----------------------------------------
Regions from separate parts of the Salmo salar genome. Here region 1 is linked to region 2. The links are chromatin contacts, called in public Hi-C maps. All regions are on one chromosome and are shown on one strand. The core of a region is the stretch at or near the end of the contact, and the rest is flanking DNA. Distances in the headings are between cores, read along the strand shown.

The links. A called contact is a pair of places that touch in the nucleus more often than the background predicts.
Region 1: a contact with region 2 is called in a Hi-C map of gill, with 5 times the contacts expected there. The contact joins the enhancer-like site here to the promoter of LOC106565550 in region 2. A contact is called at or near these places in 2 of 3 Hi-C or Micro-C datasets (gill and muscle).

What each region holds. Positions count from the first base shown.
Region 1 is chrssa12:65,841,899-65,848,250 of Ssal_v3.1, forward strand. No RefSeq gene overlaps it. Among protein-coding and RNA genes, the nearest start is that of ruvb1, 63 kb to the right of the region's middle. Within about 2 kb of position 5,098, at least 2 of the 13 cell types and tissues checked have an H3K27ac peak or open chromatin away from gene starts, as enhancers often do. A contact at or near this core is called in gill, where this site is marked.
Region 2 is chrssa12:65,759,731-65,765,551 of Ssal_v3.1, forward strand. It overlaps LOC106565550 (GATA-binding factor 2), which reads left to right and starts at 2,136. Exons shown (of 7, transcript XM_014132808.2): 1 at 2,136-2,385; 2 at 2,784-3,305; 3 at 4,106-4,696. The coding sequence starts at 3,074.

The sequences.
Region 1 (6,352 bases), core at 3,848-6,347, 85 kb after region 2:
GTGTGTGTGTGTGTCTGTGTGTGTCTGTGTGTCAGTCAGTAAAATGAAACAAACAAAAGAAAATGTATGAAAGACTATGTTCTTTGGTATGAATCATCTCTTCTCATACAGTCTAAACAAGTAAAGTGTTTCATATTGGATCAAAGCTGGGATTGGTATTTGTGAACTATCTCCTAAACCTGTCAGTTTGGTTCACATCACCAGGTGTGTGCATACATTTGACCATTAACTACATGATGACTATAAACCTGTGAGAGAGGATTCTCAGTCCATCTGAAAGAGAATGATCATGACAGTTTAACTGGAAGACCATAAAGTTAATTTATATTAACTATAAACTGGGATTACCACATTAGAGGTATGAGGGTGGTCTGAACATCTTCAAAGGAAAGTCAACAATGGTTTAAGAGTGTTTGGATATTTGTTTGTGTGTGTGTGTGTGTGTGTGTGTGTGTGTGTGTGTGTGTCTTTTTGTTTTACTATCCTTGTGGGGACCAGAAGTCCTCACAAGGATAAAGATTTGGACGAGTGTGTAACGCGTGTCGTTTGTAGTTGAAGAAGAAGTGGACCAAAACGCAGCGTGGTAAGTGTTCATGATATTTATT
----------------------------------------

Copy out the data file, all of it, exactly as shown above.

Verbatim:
Regions from separate parts of the Salmo salar genome. Here region 1 is linked to region 2. The links are chromatin contacts, called in public Hi-C maps. All regions are on one chromosome and are shown on one strand. The core of a region is the stretch at or near the end of the contact, and the rest is flanking DNA. Distances in the headings are between cores, read along the strand shown.

The links. A called contact is a pair of places that touch in the nucleus more often than the background predicts.
Region 1: a contact with region 2 is called in a Hi-C map of gill, with 5 times the contacts expected there. The contact joins the enhancer-like site here to the promoter of LOC106565550 in region 2. A contact is called at or near these places in 2 of 3 Hi-C or Micro-C datasets (gill and muscle).

What each region holds. Positions count from the first base shown.
Region 1 is chrssa12:65,841,899-65,848,250 of Ssal_v3.1, forward strand. No RefSeq gene overlaps it. Among protein-coding and RNA genes, the nearest start is that of ruvb1, 63 kb to the right of the region's middle. Within about 2 kb of position 5,098, at least 2 of the 13 cell types and tissues checked have an H3K27ac peak or open chromatin away from gene starts, as enhancers often do. A contact at or near this core is called in gill, where this site is marked.
Region 2 is chrssa12:65,759,731-65,765,551 of Ssal_v3.1, forward strand. It overlaps LOC106565550 (GATA-binding factor 2), which reads left to right and starts at 2,136. Exons shown (of 7, transcript XM_014132808.2): 1 at 2,136-2,385; 2 at 2,784-3,305; 3 at 4,106-4,696. The coding sequence starts at 3,074.

The sequences.
Region 1 (6,352 bases), core at 3,848-6,347, 85 kb after region 2:
GTGTGTGTGTGTGTCTGTGTGTGTCTGTGTGTCAGTCAGTAAAATGAAACAAACAAAAGAAAATGTATGAAAGACTATGTTCTTTGGTATGAATCATCTCTTCTCATACAGTCTAAACAAGTAAAGTGTTTCATATTGGATCAAAGCTGGGATTGGTATTTGTGAACTATCTCCTAAACCTGTCAGTTTGGTTCACATCACCAGGTGTGTGCATACATTTGACCATTAACTACATGATGACTATAAACCTGTGAGAGAGGATTCTCAGTCCATCTGAAAGAGAATGATCATGACAGTTTAACTGGAAGACCATAAAGTTAATTTATATTAACTATAAACTGGGATTACCACATTAGAGGTATGAGGGTGGTCTGAACATCTTCAAAGGAAAGTCAACAATGGTTTAAGAGTGTTTGGATATTTGTTTGTGTGTGTGTGTGTGTGTGTGTGTGTGTGTGTGTGTGTGTCTTTTTGTTTTACTATCCTTGTGGGGACCAGAAGTCCTCACAAGGATAAAGATTTGGACGAGTGTGTAACGCGTGTCGTTTGTAGTTGAAGAAGAAGTGGACCAAAACGCAGCGTGGTAAGTGTTCATGATATTTATT